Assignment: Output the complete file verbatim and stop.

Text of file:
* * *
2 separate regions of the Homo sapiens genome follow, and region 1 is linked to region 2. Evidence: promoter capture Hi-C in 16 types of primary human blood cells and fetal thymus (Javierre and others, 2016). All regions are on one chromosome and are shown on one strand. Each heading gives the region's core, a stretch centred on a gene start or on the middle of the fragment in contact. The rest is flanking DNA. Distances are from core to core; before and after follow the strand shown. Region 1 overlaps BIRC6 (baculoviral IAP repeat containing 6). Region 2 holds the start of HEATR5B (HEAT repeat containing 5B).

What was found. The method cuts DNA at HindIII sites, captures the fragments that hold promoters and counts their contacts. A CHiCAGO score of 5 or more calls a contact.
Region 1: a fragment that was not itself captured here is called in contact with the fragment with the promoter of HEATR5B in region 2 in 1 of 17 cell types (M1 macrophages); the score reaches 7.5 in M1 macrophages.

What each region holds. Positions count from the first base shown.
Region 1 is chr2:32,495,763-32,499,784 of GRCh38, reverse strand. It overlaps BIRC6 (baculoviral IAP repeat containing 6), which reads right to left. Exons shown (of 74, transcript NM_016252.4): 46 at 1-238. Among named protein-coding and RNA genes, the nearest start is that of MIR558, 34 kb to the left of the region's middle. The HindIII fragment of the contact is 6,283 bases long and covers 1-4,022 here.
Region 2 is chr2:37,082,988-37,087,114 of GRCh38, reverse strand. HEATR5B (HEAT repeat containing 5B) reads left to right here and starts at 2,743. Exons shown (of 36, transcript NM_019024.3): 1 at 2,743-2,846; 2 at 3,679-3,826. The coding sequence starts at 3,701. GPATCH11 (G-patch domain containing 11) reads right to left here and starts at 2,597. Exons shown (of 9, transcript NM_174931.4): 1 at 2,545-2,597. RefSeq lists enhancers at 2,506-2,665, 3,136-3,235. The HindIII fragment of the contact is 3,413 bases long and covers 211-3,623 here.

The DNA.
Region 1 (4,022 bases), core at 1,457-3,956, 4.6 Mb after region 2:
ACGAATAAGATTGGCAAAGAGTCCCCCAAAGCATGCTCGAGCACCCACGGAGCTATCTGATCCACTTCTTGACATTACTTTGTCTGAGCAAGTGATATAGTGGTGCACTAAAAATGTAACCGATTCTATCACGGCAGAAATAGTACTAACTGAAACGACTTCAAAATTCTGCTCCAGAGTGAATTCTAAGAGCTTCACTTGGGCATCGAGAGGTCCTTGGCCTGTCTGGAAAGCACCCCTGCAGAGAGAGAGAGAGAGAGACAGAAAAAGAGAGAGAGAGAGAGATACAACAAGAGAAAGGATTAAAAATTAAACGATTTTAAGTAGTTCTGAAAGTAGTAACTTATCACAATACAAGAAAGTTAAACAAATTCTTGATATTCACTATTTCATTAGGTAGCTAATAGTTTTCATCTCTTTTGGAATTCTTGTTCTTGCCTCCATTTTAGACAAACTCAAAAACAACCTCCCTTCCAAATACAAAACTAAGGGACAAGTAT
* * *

2 separate regions of the Homo sapiens genome follow, and region 1 is linked to region 2. Evidence: promoter capture Hi-C in 16 types of primary human blood cells and fetal thymus (Javierre and others, 2016). All regions are on one chromosome and are shown on one strand. Each heading gives the region's core, a stretch centred on a gene start or on the middle of the fragment in contact. The rest is flanking DNA. Distances are from core to core; before and after follow the strand shown. Region 1 overlaps BIRC6 (baculoviral IAP repeat containing 6). Region 2 holds the start of HEATR5B (HEAT repeat containing 5B).

What was found. The method cuts DNA at HindIII sites, captures the fragments that hold promoters and counts their contacts. A CHiCAGO score of 5 or more calls a contact.
Region 1: a fragment that was not itself captured here is called in contact with the fragment with the promoter of HEATR5B in region 2 in 1 of 17 cell types (M1 macrophages); the score reaches 7.5 in M1 macrophages.

What each region holds. Positions count from the first base shown.
Region 1 is chr2:32,495,763-32,499,784 of GRCh38, reverse strand. It overlaps BIRC6 (baculoviral IAP repeat containing 6), which reads right to left. Exons shown (of 74, transcript NM_016252.4): 46 at 1-238. Among named protein-coding and RNA genes, the nearest start is that of MIR558, 34 kb to the left of the region's middle. The HindIII fragment of the contact is 6,283 bases long and covers 1-4,022 here.
Region 2 is chr2:37,082,988-37,087,114 of GRCh38, reverse strand. HEATR5B (HEAT repeat containing 5B) reads left to right here and starts at 2,743. Exons shown (of 36, transcript NM_019024.3): 1 at 2,743-2,846; 2 at 3,679-3,826. The coding sequence starts at 3,701. GPATCH11 (G-patch domain containing 11) reads right to left here and starts at 2,597. Exons shown (of 9, transcript NM_174931.4): 1 at 2,545-2,597. RefSeq lists enhancers at 2,506-2,665, 3,136-3,235. The HindIII fragment of the contact is 3,413 bases long and covers 211-3,623 here.

The DNA.
Region 1 (4,022 bases), core at 1,457-3,956, 4.6 Mb after region 2:
ACGAATAAGATTGGCAAAGAGTCCCCCAAAGCATGCTCGAGCACCCACGGAGCTATCTGATCCACTTCTTGACATTACTTTGTCTGAGCAAGTGATATAGTGGTGCACTAAAAATGTAACCGATTCTATCACGGCAGAAATAGTACTAACTGAAACGACTTCAAAATTCTGCTCCAGAGTGAATTCTAAGAGCTTCACTTGGGCATCGAGAGGTCCTTGGCCTGTCTGGAAAGCACCCCTGCAGAGAGAGAGAGAGAGAGACAGAAAAAGAGAGAGAGAGAGAGATACAACAAGAGAAAGGATTAAAAATTAAACGATTTTAAGTAGTTCTGAAAGTAGTAACTTATCACAATACAAGAAAGTTAAACAAATTCTTGATATTCACTATTTCATTAGGTAGCTAATAGTTTTCATCTCTTTTGGAATTCTTGTTCTTGCCTCCATTTTAGACAAACTCAAAAACAACCTCCCTTCCAAATACAAAACTAAGGGACAAGTAT